He was my First Love. In one line, he had me crying over laughter. In one weekend, he had me hiding tears behind my sunglasses as he drove away. He understood me in a way I never thought to understand myself.

It was bottles of red sipped under a New York City skyline. It was hand-holding under Christmas lights. It was my emotional baggage and his fingers running through my hair. It was slow dancing in the middle of the street as he hummed in my ears. It was the blurred lines in our relationship that couldn’t be ignored. For the good, the bad, the ugly, and the everything in-between, our love was clumsy, candid, and unabashedly us.

Perhaps it’s OK that we are no longer those kids running around a grocery store without a care in the world. Maybe love doesn’t have to be right in order to be felt. I can only hope that one day, we can share a steak like we used to and laugh until we cry, as we learn to befriend the parts of ourselves we don’t know how to resolve just yet.

No, it’s not going to be the same, but maybe that’s the point.

navigating my first "adult" relationship at 25

Before him, I only knew of kisses that were met once the taste of intoxication hit my lips. Feelings were left on read with the lights off and never brought back to the surface unless invited.

It was a lot of what ifs, could bes, and uncertainties as I strolled through cobblestone streets in little outfits with the promise of candle-lit evenings and nothing else guaranteed. As it goes, there were the guys I wanted to feel more with, while there were the ones that I had mistaken lust to mean possibility. Looking back, I like to think both myself and the people I dated could feel that something was missing, even if that missing piece didn’t initially click at first. Maybe, it’s just a matter of finding yourself in a place that reveals why once you stopped searching for the reason.

For now at least, I think I found my answer as to why it didn’t work out with anyone else a few months ago on my rooftop.

Thanks to a gutsy DM I sent and texts-turned-phone-calls...

He traveled across state lines; I prepped frozen pizza à la Trader Joe’s. He wore a navy plaid shirt and bought flowers; I threw on my favorite skirt and spritzed perfume behind my neck. He knocked, then two bottles of red under a New York City sky later, a first date turned into a first love and as corny as it all sounds—it makes sense now.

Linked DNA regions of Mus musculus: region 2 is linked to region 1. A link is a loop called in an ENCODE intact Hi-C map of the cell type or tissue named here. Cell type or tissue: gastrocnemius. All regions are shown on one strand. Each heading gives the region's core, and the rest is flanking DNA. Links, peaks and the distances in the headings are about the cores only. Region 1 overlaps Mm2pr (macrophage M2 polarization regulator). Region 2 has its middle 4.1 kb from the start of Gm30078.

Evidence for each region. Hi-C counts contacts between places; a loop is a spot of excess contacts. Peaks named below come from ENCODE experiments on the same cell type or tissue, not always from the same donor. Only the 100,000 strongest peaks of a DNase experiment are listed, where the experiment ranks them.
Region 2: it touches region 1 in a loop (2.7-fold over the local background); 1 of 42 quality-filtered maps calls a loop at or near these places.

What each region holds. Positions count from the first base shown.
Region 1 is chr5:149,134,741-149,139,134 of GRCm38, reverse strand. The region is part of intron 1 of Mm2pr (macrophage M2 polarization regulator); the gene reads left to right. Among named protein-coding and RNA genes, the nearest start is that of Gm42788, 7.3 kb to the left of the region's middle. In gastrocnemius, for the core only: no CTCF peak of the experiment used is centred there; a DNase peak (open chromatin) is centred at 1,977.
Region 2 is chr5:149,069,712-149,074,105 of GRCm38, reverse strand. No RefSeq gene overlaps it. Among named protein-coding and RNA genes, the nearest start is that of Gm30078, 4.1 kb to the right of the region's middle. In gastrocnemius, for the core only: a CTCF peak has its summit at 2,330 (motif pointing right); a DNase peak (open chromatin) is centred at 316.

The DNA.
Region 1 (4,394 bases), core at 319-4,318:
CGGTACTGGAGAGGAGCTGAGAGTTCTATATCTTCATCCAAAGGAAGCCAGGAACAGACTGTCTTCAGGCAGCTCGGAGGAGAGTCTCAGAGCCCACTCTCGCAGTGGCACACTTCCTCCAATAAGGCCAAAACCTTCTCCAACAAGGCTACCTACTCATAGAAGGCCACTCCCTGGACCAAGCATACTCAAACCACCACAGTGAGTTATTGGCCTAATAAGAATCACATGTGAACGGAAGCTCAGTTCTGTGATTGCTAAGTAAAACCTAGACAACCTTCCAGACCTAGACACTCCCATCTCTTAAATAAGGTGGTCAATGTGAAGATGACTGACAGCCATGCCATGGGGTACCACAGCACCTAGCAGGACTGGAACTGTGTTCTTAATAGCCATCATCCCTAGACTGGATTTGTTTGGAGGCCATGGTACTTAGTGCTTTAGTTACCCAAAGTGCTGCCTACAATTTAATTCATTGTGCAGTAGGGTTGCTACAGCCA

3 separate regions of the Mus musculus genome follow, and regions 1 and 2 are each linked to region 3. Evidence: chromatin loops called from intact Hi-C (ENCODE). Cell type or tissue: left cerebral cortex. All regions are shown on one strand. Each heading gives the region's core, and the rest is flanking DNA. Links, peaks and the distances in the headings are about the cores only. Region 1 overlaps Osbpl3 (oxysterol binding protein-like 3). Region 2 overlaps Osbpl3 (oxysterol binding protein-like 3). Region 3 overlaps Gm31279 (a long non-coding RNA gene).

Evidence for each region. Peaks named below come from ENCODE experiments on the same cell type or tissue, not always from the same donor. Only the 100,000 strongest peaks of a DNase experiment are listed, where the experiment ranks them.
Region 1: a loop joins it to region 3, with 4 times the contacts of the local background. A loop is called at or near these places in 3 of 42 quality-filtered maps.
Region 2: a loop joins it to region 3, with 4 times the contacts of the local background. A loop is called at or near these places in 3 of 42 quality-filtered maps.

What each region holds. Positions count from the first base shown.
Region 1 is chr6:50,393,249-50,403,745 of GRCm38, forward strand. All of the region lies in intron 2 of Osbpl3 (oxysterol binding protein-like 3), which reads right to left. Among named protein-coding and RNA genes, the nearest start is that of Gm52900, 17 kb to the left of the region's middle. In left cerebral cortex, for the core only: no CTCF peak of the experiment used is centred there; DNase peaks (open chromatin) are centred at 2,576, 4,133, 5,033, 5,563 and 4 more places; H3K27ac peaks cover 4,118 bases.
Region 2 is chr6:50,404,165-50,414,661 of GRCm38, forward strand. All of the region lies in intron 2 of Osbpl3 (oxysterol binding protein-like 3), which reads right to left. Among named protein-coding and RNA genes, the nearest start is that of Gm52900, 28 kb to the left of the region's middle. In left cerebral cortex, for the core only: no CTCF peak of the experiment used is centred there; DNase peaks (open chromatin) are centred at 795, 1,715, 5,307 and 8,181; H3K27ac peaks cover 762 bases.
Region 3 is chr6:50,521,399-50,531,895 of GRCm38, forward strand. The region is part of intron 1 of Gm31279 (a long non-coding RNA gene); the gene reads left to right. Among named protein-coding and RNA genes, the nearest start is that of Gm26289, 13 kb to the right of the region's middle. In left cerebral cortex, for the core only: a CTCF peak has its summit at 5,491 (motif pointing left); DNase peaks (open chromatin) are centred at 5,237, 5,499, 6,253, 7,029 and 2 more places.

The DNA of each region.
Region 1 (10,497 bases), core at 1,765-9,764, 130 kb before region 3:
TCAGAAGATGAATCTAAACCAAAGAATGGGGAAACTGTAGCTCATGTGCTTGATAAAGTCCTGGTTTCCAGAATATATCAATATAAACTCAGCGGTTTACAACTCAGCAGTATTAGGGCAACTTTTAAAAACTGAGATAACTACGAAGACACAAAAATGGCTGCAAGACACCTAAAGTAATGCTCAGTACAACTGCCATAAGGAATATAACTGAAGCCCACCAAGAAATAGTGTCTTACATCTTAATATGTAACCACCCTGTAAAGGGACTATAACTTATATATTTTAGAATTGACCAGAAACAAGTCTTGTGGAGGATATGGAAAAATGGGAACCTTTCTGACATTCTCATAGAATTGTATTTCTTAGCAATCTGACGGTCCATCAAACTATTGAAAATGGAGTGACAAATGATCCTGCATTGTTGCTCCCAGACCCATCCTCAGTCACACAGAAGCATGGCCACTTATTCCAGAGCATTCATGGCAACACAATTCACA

We are as candid as we are passionate, covering everything from the way we fell, to the way we argue, to the way we love, and everything in-between.

Instinctively, I told myself to tread lightly. Be gentle with myself while simultaneously shielding him from any remote signs of vulnerability. Be an open book, though choose the words I read aloud wisely.

He had been in love before; I had not. And that’s all it took for me to find myself using his past relationship as a standard for who I was supposed to be in this equation.

She seemed as effortless and artsy as I am tousled hair I can’t stop messing with. She was one of the guys, while I always found myself at the girls’ table. And on and on my mind will go trying to dissect and differentiate myself from a total stranger, just as long as it means that at the end of the day, if this all goes wrong, I can say I told myself so. As if filling in the blanks to a relationship I will never know and understand will help me secure my own.

I need to accept that yes, she was his First Love and no, I will never hold that title. But it took their relationship and my revolving door of uncertainties to find myself here.

Here: a place I’ve never known before and yet is similar to those cobblestone streets filled with candle-lit dinners and nothing else guaranteed. Because no matter what my relationship status may be, nothing and no one is promised to us forever. My boyfriend may wake up one day and change his mind about me. Who’s to say I couldn’t either? But the difference is, it’s us.

It’s crying from laughter over the Filipino food we both grew up with; it’s hand-holding at art galleries. It’s jazz downtown; it’s Black Mirror marathons. It’s how we talk about the future with an “our” before it. It’s my heavy baggage and his fingers running through my hair. It’s how we met at a high school football game, and how we didn’t know back then nor do we know now what’s to come.

It’s the way we’ll do whatever we have in ourselves to try.